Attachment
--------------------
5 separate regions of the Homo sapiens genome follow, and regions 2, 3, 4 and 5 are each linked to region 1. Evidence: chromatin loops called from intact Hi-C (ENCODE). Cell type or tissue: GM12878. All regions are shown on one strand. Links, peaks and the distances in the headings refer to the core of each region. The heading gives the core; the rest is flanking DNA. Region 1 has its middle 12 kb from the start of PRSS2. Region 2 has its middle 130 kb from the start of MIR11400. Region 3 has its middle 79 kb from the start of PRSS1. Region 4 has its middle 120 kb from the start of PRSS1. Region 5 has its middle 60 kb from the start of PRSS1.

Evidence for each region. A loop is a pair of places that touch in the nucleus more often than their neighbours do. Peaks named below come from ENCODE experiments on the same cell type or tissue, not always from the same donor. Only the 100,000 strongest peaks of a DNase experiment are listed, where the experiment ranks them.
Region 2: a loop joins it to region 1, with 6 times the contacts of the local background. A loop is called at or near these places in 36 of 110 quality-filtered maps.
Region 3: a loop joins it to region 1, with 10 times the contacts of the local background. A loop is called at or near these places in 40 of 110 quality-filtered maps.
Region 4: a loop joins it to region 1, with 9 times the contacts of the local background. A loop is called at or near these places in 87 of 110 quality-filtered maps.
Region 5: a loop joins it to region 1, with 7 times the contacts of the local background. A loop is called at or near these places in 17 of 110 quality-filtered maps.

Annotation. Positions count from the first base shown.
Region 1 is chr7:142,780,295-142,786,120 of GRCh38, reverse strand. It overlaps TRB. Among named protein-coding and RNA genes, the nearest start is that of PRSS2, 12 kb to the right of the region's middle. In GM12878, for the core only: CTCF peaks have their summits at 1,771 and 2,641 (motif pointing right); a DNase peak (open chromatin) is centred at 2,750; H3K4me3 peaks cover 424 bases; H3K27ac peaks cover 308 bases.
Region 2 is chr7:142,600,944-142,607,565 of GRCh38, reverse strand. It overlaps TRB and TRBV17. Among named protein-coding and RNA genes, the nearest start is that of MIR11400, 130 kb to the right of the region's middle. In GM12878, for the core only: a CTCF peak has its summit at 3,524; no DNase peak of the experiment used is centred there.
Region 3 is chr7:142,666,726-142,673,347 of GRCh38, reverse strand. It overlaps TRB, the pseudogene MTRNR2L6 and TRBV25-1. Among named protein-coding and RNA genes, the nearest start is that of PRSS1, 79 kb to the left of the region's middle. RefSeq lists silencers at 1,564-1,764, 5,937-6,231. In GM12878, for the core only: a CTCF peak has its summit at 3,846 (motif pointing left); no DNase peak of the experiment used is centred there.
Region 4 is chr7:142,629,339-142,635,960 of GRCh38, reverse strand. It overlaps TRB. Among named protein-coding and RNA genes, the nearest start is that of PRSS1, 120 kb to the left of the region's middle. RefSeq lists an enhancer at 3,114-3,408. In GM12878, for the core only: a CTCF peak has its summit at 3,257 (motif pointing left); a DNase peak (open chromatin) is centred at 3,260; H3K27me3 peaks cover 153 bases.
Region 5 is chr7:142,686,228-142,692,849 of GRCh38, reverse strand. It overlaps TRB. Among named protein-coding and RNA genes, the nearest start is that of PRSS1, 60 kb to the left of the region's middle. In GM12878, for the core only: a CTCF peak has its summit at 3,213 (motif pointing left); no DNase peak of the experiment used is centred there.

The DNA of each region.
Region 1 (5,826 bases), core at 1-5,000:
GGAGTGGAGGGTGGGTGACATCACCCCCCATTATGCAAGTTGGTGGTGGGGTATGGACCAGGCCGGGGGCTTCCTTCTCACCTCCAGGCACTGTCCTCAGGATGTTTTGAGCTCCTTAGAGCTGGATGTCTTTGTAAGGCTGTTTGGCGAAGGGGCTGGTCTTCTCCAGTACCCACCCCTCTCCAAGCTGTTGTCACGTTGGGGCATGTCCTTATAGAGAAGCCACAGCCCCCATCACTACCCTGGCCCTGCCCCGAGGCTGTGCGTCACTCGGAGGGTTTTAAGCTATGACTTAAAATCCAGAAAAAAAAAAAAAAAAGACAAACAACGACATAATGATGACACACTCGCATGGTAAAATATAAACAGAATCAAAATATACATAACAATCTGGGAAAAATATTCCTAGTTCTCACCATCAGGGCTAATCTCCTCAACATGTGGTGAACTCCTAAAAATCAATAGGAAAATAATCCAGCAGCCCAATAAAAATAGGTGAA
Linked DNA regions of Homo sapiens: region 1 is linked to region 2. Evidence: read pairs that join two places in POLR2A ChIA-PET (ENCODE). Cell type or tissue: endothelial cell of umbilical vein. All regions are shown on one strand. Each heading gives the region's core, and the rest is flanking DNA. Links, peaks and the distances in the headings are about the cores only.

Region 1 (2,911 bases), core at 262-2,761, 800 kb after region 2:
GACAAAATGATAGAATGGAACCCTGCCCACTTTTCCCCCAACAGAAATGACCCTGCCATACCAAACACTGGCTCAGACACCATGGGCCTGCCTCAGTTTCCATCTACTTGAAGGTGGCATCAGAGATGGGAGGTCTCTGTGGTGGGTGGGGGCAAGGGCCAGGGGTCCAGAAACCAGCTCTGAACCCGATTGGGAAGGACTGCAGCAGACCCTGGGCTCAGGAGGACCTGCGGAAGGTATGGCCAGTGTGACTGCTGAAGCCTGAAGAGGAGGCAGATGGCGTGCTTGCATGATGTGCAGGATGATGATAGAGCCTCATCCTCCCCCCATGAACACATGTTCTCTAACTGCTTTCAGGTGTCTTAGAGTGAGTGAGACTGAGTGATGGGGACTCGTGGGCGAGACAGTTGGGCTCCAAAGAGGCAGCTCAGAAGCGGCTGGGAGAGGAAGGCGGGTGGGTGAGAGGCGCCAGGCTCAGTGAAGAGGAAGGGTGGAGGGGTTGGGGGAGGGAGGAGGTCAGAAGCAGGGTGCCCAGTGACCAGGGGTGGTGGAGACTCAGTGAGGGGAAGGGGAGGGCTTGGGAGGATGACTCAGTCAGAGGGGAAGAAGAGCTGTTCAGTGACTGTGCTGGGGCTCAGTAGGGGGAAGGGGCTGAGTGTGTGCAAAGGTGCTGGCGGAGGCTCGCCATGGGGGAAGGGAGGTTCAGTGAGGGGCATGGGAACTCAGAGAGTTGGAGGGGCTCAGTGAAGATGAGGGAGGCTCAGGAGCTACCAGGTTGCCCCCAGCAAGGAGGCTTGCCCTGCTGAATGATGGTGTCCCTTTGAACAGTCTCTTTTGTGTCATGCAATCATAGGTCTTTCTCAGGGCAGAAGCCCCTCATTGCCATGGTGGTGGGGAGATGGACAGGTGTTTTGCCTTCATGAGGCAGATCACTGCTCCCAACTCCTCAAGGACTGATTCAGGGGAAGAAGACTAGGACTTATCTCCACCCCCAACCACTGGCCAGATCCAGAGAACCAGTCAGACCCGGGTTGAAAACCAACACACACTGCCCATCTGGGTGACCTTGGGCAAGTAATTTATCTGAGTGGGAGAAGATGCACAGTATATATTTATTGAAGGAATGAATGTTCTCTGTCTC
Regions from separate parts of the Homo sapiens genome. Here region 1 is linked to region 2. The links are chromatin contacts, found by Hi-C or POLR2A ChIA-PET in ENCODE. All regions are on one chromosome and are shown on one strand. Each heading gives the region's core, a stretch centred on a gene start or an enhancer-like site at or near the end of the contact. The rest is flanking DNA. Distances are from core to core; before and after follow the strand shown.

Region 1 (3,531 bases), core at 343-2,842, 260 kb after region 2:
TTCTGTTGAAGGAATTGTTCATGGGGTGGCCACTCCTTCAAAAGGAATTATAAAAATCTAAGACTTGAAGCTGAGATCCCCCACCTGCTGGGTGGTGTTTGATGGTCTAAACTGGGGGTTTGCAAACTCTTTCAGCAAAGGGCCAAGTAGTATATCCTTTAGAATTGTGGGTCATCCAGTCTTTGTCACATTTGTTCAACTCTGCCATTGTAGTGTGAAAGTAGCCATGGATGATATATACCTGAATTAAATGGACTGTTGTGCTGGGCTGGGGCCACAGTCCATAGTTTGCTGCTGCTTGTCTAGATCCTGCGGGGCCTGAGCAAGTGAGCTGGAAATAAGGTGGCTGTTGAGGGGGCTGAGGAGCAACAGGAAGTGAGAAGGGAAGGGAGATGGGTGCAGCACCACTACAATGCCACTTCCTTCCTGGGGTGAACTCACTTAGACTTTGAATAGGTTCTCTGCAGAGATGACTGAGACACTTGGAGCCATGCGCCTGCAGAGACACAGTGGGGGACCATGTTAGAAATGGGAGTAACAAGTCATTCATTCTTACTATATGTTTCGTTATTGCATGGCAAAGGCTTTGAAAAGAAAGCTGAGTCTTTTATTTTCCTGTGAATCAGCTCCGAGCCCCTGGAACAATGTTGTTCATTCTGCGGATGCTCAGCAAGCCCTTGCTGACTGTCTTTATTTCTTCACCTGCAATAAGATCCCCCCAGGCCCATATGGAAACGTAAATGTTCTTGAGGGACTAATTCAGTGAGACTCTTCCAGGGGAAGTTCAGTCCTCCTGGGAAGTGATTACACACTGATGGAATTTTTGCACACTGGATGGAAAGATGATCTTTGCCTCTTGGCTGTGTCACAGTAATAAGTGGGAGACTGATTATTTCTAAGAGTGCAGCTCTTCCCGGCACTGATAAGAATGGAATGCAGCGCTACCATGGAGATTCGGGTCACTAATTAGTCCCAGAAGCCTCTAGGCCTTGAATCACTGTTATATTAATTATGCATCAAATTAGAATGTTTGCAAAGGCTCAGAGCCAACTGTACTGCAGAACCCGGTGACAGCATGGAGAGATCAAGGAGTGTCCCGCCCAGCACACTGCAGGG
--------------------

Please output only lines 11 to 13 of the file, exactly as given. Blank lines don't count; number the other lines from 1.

Region 4 is chr7:142,629,339-142,635,960 of GRCh38, reverse strand. It overlaps TRB. Among named protein-coding and RNA genes, the nearest start is that of PRSS1, 120 kb to the left of the region's middle. RefSeq lists an enhancer at 3,114-3,408. In GM12878, for the core only: a CTCF peak has its summit at 3,257 (motif pointing left); a DNase peak (open chromatin) is centred at 3,260; H3K27me3 peaks cover 153 bases.
Region 5 is chr7:142,686,228-142,692,849 of GRCh38, reverse strand. It overlaps TRB. Among named protein-coding and RNA genes, the nearest start is that of PRSS1, 60 kb to the left of the region's middle. In GM12878, for the core only: a CTCF peak has its summit at 3,213 (motif pointing left); no DNase peak of the experiment used is centred there.

The DNA of each region.